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Consequences of cohabitation

Updated: Jul 3, 2020

Whilst many young adults prefer the sanctity of exchanging vows and entering into a marriage, more and more couples opt for less traditional forms of commitment and choose simply to live together – to cohabit.

The term cohabitation refers to a couple living together as spouses, regardless of gender, without entering into a civil marriage – and hence without the application of the familiar patrimonial consequences that follow from a civil marriage.

What happens in the event that the relationship dissolves, whether as a result of a break-up or death? The spouse(s) is now faced with questions regarding ownership of assets acquired jointly, liability for debts, rent, cellphone accounts and a host of other issues. Then only to learn that, contrary to the consequences of a civil marriage that is regulated by specific legislation, there is no “law of cohabitation”. No amount of time spent living together will convert the cohabitation relationship into one where legal rights and duties automatically flow from the relationship.

How does one address this? Couples who cohabit are encouraged to conclude a Cohabitation Agreement or Domestic Partnership Agreement to arrange their rights and obligations towards each other. Such agreement records the parties’ wishes regarding finances, the joint household and any assets acquired individually or jointly whilst they are in a long-term relationship. Should the relationship dissolve, couples are able to do so with certainty regarding the patrimonial consequences.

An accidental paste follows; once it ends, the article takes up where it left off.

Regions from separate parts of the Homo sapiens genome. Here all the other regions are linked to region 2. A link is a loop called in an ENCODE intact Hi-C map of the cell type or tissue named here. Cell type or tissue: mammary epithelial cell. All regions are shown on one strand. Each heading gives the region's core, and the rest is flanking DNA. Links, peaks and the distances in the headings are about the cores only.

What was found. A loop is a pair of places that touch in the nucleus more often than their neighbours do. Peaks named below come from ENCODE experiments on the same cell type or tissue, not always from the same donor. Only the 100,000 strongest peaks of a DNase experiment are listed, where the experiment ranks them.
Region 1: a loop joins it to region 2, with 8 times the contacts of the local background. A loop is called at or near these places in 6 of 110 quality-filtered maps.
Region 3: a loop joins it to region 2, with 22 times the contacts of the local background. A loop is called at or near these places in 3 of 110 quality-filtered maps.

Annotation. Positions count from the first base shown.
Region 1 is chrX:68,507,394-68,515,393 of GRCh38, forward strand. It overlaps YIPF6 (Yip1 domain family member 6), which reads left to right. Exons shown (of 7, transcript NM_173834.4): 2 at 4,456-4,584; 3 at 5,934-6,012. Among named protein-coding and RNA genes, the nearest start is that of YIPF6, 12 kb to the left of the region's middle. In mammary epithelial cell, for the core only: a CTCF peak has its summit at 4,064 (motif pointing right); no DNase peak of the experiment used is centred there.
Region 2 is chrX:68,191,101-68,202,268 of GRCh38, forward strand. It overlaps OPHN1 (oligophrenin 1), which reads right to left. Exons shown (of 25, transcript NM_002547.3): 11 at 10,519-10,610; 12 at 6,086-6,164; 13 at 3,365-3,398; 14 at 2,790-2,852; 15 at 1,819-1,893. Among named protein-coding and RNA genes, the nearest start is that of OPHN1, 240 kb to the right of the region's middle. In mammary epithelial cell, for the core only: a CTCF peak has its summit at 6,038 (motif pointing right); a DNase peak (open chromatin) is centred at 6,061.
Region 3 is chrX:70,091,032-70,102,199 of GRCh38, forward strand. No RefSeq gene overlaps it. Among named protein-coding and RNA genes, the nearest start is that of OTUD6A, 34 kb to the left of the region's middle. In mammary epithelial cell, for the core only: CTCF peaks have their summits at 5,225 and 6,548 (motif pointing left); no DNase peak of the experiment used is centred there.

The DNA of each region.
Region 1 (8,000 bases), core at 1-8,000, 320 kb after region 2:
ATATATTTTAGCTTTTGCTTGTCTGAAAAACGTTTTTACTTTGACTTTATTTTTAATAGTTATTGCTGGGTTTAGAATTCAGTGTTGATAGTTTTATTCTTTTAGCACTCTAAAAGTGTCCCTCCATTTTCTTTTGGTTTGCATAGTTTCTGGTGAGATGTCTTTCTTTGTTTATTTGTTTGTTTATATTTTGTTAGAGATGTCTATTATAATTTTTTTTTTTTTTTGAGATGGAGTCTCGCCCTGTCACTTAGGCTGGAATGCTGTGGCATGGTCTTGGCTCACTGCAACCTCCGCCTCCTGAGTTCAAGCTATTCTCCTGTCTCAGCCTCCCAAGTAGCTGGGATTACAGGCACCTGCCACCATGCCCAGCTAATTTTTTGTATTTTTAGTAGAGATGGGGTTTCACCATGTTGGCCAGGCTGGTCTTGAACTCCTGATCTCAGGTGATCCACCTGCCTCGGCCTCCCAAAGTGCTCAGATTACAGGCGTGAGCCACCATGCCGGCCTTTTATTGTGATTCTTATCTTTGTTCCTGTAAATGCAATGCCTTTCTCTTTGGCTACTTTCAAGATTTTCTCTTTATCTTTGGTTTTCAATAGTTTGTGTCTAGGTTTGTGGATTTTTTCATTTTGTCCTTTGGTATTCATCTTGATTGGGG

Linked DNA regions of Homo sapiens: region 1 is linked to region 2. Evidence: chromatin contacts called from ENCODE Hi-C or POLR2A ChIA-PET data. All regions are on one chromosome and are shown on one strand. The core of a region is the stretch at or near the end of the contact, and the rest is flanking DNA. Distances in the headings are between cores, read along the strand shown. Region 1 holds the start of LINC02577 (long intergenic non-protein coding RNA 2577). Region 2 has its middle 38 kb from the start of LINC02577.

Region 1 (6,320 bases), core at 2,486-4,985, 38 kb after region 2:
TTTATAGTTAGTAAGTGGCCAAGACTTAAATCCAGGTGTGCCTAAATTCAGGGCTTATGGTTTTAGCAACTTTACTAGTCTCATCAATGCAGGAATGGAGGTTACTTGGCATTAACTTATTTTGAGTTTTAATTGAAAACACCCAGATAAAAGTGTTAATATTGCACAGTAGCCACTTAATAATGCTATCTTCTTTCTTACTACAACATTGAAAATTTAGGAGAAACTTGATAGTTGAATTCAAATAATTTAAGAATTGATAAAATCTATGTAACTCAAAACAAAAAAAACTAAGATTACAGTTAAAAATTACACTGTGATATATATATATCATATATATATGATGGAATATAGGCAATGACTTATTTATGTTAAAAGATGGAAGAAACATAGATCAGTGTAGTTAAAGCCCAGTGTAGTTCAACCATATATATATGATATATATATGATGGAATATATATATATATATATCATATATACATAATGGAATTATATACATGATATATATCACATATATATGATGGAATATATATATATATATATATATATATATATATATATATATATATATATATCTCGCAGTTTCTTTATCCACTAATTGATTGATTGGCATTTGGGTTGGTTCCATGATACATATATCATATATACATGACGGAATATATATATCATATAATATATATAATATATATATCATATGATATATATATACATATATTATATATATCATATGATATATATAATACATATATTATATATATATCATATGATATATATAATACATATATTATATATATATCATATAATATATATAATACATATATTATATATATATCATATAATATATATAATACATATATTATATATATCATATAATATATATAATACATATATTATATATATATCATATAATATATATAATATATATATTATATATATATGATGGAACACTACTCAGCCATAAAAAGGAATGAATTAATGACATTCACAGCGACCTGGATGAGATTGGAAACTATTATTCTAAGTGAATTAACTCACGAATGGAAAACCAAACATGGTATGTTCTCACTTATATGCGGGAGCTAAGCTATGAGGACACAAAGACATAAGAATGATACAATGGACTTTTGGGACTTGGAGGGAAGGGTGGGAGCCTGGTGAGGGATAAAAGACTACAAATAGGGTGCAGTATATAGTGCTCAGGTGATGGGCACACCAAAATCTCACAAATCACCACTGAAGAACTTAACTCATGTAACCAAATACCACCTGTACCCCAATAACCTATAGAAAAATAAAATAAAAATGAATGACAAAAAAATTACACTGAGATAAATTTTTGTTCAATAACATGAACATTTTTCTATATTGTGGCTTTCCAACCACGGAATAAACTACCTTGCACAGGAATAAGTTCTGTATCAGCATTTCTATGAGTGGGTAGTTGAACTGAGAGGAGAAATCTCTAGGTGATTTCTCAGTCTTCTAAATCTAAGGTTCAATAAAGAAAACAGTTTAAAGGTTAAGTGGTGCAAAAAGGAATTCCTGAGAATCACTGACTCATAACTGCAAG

Another important document to consider in conjunction with the above agreement is a Will. A cohabitation agreement cannot regulate inheritance in the event of death. In order to ensure that your assets devolve to the person(s) intended, it is vital for both parties to ensure that they have a valid Will in place.

For more information, contact us on 041 363 6044 or email us at

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This article is not intended to constitute legal advice and is produced for information purposes only and to provide a general understanding of the legal position relating to the topic. It is recommended that advice relating to the specific circumstances of your situation be sought from our attorneys before acting upon the content of this article. This article was written at a particular point in time and accordingly may not always reflect the most recent legal developments, if any, applicable to the relevant topic. Kaplan Blumberg and its partners and/or employees, are not responsible for any consequences which may follow upon any decision taken to act upon the information provided in this article.

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